Dock workers were pictured fleeing the area on foot. A truck carrying a second gas tank had been slowly reversing toward the ship moments before the explosion, and quickly altered its course to escape the yellow gas clouds.
According to authorities, the tank contained chlorine, a poisonous gas that can be pressurized and cooled to change it into a liquid so it can be shipped and stored. Chlorine is widely used in household products such as bleach, for waste sanitation, and in drinking water and pool water to kill harmful bacteria.
If the gas is inhaled or comes into contact with skin or eyes, however, it can cause burning pain, difficulty breathing and fluid in the lungs. Chlorine was used during World War I as a choking agent, according to the Centers for Disease Control and Prevention.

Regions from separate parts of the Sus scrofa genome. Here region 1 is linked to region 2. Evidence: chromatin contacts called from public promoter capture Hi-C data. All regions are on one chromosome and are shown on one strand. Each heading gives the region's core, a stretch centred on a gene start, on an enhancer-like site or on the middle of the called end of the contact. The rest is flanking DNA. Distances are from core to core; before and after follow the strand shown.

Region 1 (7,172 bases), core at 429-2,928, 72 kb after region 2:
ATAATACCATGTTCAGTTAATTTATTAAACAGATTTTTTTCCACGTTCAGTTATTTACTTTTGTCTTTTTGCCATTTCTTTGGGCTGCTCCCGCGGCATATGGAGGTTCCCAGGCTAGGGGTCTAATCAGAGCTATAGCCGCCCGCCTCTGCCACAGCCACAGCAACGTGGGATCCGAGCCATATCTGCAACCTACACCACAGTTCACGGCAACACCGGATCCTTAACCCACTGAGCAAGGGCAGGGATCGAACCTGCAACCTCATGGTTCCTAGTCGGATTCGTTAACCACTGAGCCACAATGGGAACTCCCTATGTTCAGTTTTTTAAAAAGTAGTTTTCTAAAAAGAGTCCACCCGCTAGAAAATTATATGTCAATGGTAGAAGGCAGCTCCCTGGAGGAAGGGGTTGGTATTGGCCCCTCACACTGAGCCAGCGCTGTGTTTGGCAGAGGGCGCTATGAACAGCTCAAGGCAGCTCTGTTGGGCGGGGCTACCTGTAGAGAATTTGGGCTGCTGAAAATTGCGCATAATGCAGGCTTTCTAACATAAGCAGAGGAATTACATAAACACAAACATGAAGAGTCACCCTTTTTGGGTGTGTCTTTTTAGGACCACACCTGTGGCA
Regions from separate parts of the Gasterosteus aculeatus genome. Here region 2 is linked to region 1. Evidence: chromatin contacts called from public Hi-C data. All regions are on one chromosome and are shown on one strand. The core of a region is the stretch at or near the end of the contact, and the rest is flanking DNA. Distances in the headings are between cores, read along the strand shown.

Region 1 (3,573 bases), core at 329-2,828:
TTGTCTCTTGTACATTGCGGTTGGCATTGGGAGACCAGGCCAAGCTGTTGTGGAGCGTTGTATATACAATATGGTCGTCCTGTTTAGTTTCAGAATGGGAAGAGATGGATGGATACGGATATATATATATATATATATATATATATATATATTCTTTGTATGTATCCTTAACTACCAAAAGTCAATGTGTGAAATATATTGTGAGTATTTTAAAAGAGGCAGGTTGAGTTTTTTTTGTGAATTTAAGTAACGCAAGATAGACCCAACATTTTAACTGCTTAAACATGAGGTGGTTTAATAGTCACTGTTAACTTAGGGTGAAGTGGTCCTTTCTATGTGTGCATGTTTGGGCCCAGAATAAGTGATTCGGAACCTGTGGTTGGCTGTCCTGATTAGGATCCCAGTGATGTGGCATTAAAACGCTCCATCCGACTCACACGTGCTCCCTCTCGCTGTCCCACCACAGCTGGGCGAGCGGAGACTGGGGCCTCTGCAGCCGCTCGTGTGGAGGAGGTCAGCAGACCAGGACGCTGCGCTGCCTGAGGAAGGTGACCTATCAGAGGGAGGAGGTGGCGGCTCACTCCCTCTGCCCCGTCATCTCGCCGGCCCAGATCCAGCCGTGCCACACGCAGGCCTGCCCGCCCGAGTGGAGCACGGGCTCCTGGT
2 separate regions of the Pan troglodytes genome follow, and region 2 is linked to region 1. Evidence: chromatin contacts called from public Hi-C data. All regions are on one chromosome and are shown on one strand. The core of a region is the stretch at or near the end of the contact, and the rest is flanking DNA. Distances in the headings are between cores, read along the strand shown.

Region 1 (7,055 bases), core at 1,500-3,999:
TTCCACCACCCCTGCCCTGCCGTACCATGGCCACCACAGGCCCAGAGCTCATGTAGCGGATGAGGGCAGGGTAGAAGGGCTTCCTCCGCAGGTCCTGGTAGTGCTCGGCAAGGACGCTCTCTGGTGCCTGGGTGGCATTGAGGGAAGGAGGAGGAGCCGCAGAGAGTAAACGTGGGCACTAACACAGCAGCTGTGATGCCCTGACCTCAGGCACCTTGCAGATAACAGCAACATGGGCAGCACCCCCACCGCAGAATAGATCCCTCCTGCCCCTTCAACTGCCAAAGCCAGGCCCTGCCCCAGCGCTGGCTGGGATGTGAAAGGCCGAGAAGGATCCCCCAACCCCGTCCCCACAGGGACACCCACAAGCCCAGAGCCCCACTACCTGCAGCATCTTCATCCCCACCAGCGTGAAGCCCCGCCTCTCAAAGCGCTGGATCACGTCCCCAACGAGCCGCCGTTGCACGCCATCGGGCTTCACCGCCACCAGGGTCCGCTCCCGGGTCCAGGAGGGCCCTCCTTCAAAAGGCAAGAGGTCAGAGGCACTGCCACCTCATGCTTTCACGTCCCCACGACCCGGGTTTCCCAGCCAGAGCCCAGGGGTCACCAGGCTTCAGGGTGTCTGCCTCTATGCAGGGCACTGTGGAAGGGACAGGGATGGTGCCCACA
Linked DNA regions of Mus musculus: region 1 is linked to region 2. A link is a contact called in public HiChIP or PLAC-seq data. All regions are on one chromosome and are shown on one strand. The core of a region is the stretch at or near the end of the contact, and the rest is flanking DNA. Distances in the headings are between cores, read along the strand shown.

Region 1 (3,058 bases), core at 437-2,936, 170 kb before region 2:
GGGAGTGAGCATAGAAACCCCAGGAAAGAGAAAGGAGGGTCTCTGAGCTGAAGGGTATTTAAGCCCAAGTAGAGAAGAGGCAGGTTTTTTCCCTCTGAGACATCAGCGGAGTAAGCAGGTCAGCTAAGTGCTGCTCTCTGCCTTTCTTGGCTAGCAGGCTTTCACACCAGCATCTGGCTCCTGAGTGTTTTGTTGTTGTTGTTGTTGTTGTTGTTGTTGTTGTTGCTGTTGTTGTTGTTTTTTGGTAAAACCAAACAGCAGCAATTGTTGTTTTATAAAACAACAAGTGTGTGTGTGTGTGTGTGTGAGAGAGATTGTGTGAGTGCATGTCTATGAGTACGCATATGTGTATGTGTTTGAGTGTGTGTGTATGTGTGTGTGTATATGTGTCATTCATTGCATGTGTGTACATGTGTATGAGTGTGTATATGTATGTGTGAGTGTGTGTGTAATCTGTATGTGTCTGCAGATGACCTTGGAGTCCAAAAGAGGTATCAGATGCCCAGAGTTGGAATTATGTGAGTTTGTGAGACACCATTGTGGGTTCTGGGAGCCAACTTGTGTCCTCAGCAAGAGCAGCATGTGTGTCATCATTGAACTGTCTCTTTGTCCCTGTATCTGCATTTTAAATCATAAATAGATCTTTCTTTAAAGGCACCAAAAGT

Aqaba port, at the head of the Gulf of Aqaba off the Red Sea, near the border with Israel, is Jordan’s only seaport. The closest residential area is about 15 miles away, and Nidal Majali, the local commissioner for tourism and environment, told state media the effects of the gas leak were limited and there was no risk to public health.
City health authorities advised residents to close their windows and stay in their homes, according to state TV reports. Police and other emergency workers were among those treated for injuries sustained while responding the explosion, according to state media. Some 200 people were hospitalized.
Jordanian Prime Minister Bisher al-Khasawneh visited a hospital treating the injured on Monday, praising rescue workers for their speedy response to the incident, which he said reduced the severity of the injuries. The prime minister has commissioned an official investigation into the cause of the accident.